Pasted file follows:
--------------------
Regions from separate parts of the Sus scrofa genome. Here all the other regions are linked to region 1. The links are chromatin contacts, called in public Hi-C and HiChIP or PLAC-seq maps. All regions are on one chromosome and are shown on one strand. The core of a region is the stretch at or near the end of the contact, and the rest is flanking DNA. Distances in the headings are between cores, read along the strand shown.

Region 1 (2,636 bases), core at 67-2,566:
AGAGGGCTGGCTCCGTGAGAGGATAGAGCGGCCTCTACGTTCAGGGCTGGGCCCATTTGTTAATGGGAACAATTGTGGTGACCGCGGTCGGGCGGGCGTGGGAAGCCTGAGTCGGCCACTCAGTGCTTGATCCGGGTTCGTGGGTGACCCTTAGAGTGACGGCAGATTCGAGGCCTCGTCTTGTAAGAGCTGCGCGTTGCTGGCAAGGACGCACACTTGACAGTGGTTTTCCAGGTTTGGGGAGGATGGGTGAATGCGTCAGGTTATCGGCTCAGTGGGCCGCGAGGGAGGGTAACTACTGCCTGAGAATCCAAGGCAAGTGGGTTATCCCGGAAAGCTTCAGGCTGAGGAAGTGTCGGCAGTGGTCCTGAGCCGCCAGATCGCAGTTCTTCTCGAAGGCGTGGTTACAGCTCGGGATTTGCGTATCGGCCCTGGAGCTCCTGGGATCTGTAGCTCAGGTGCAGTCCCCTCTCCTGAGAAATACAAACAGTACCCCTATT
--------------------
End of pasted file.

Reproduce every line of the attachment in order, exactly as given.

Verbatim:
Regions from separate parts of the Sus scrofa genome. Here all the other regions are linked to region 1. The links are chromatin contacts, called in public Hi-C and HiChIP or PLAC-seq maps. All regions are on one chromosome and are shown on one strand. The core of a region is the stretch at or near the end of the contact, and the rest is flanking DNA. Distances in the headings are between cores, read along the strand shown.

Region 1 (2,636 bases), core at 67-2,566:
AGAGGGCTGGCTCCGTGAGAGGATAGAGCGGCCTCTACGTTCAGGGCTGGGCCCATTTGTTAATGGGAACAATTGTGGTGACCGCGGTCGGGCGGGCGTGGGAAGCCTGAGTCGGCCACTCAGTGCTTGATCCGGGTTCGTGGGTGACCCTTAGAGTGACGGCAGATTCGAGGCCTCGTCTTGTAAGAGCTGCGCGTTGCTGGCAAGGACGCACACTTGACAGTGGTTTTCCAGGTTTGGGGAGGATGGGTGAATGCGTCAGGTTATCGGCTCAGTGGGCCGCGAGGGAGGGTAACTACTGCCTGAGAATCCAAGGCAAGTGGGTTATCCCGGAAAGCTTCAGGCTGAGGAAGTGTCGGCAGTGGTCCTGAGCCGCCAGATCGCAGTTCTTCTCGAAGGCGTGGTTACAGCTCGGGATTTGCGTATCGGCCCTGGAGCTCCTGGGATCTGTAGCTCAGGTGCAGTCCCCTCTCCTGAGAAATACAAACAGTACCCCTATT